Tuesday, September 29, 2009

One Lovely Blog Award

Sandra of My Little Corner presented me with this award a few days ago in her post One Lovely Blog Award. Sandra's site is great for new short story markets and other of interest to writers sites.

The rules are simple:

1) Accept the award and don't forget to post a link back to the awarding person.

2) Pass the award on.

3) Notify the award winners.

And my first rule is say thanks, thank you Sandra! (Anyone who is looking for short story markets NEEDS to visit My Little Corner.)

Passing the award on is difficult only because there are so many great blogs that I follow. Many of them are on my "Blogs I read all the time" list, so check it out, but that needs to be updated (soon, I promise). Please check it out and go to those blogs.

So, in the interests of brevity and because I'm partial I'm awarding this to one blog, to my dear friend Kathy's fun, wonderful and full of great writerly wisdom, blog: Well Placed Words.

Next, what basil has to do with creating.

Friday, September 18, 2009

Beyond and Above Platforming

This week, a good friend of mine, Lance Thompson, a script doctor will be presenting at the Idaho Writers' League's 2009 Writers Conference: Paint with Words. As well as teaching some excellent workshops, he'll be on a panel about "The State Of Publishing Today." He asked a couple of days ago for my thoughts on same, having gone to a major conference recently.

My recent experience at the conference and elsewhere is that the bottom line is (and will always be):

Like any major business, the publishing world is always in flux. At this time, two major factors are in play. One is the recession and the other is electronic publishing. So there's a lot of "It's harder than ever to sell" out there. But I've been writing and submitting and selling for a long time and that's always been the publishers' lament. In my experience, a recession helps the publishing business, which is usually slow and reluctant to change. And the electronic revolution provides a wealth of new opportunities for publication (I was published on Twitter, for heaven sakes!).

Every agent/editor who I spoke with or who was on a panel said the same thing: "We want to see the writing. It's only the writing that truly matters. Yes, we talk about platform and the publishing world and what's hot right now, but the quality of writing is everything. And as long as some people somewhere still read, we'll still be looking for good writing to publish."

It's the writing. We all need, in our desperate desire to publish, to remember it's the writing that sells.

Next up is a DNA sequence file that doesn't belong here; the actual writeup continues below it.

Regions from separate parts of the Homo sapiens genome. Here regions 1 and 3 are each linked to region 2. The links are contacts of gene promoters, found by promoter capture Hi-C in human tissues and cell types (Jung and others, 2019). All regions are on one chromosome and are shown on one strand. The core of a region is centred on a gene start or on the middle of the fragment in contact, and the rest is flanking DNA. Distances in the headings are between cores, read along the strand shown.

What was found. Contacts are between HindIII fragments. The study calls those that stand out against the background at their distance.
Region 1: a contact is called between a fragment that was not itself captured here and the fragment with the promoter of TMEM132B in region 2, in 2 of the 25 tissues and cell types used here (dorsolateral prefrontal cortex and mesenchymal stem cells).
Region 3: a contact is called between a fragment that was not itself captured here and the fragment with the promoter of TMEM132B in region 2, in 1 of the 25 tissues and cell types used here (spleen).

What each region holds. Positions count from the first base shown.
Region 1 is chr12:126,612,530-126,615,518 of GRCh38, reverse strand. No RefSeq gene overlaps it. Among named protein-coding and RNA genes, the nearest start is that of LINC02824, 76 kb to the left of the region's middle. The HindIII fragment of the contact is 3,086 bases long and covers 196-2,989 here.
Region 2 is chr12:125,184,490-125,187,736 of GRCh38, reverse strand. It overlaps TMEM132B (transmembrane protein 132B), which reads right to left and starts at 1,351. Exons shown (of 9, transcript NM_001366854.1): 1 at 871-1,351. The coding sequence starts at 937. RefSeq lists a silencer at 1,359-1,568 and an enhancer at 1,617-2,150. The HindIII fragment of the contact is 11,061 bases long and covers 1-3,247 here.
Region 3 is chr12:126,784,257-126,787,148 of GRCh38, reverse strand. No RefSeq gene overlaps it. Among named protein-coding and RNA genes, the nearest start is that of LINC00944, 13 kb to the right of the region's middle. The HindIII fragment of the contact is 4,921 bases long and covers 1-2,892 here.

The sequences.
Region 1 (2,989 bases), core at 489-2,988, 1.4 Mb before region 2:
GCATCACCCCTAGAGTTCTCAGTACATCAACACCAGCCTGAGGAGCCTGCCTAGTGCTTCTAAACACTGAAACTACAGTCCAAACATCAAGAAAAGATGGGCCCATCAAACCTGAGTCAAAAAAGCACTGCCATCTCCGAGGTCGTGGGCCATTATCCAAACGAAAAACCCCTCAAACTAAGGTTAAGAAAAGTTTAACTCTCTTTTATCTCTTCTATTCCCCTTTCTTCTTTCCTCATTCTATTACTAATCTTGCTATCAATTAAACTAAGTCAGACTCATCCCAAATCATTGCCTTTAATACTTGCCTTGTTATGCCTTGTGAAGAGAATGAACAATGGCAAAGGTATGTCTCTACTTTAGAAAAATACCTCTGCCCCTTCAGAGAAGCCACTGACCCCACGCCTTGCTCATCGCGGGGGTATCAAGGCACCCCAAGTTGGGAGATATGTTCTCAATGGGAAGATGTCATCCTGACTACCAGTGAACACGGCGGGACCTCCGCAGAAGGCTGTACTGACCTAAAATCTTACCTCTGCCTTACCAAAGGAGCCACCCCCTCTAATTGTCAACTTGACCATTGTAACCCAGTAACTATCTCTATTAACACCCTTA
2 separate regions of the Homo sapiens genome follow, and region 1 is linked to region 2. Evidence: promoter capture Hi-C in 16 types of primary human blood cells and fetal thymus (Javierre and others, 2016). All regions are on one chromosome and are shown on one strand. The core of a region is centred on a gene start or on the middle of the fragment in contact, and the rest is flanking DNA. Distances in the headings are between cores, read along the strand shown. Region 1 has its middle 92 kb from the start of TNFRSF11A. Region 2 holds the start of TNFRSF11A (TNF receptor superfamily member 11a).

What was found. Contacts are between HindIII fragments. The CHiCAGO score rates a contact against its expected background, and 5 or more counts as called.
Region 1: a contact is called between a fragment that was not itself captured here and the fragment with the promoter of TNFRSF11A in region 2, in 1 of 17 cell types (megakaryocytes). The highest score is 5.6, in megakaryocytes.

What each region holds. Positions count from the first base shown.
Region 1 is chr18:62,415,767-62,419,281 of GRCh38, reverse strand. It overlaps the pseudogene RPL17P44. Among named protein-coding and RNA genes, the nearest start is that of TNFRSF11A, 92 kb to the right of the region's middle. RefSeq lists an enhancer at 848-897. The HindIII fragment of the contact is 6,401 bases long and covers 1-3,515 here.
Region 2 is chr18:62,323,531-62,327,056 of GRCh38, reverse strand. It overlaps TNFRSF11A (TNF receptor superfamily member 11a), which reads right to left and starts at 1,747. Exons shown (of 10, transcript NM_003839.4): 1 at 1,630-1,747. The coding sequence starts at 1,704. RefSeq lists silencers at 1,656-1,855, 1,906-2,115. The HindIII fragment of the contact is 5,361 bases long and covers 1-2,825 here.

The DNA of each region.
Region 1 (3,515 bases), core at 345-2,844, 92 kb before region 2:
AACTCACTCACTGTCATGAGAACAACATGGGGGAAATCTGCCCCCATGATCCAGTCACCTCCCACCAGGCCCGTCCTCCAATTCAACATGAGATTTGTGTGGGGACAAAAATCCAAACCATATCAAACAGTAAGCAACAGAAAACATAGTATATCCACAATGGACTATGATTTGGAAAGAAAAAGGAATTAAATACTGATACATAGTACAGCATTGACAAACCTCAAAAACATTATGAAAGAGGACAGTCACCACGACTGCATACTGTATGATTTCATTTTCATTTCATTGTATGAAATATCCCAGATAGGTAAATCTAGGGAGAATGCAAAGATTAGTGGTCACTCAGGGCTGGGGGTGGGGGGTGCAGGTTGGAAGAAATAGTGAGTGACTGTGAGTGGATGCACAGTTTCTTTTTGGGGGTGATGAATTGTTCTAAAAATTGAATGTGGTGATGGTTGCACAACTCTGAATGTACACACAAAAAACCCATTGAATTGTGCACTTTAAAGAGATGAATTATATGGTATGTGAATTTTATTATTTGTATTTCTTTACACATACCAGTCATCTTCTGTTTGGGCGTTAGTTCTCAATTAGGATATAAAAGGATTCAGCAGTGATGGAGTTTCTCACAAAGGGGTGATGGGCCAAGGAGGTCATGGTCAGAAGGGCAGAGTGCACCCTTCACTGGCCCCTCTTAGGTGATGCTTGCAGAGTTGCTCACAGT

Do you put the writing (often the most difficult part) first? Do you write first? Write every day? Or set aside times for concentrated writing and then work on other parts of your career by working on your platform or attending workshops or conferences or? Is your focus correct? Is there something you'd like to change?

Writing of workshops, Lance is also giving one of his excellent workshops, "Lance Thompson’s Screenplay Story Structure Workshop," in Eagle, Idaho on October 10 and 11--comment if you want more info.

Friday, September 4, 2009

A Platform for Success

This seems to now be all the buzz. "Platform, platform, platform!" was what I heard at the Willamette Conference from the editors and agents. Platform before publication? Before you sell your book? It seems out of the natural order and it seems the stuff of controversy amongst groups and bloggers--for example see Sandra's post on My Little Corner and the link to the Writers in Residence blog that discusses how and why to platform.

One event, however, convinced me of the reason behind all the insistence on platform. The first night at the conference there was a "pitch practice" session where writers could get up and...practice their pitches, of course. One writer's first words were "I've had a million (!) hits on my blog." That's all the agents and editors needed to hear. Why? Think about it. Even if those million hits meant only, oh let's say 200,000 people have visited her blog and only 10% of those buy the book, 20,000 copies are presold. Plus it's still true that book sell by word of mouth most, so even if it's 10,000 people who visit a lot--the writer has name recognition. Though not a guarantee, chances are the book will be a bestseller.

The publishing world is changing moment by moment and the electronic revolution is driving much of that change. We writers have to change our expectations (the publisher will do all the promoting of my book, I don't even have to think about it) and our business plans.

Does this mean spend all your time writing your blog or developing a web page or working on Facebook at the expense of the writing? Of course not. The writing always comes first and foremost. But creating virtual and real "face time" and "name recognition" is now a necessity, I believe.

So, dear readers, what do you think? Do you believe this may be just another reason to turn down authors or does it have merit? What has been your experiences: with creating a platform, or promoting a novel, or both?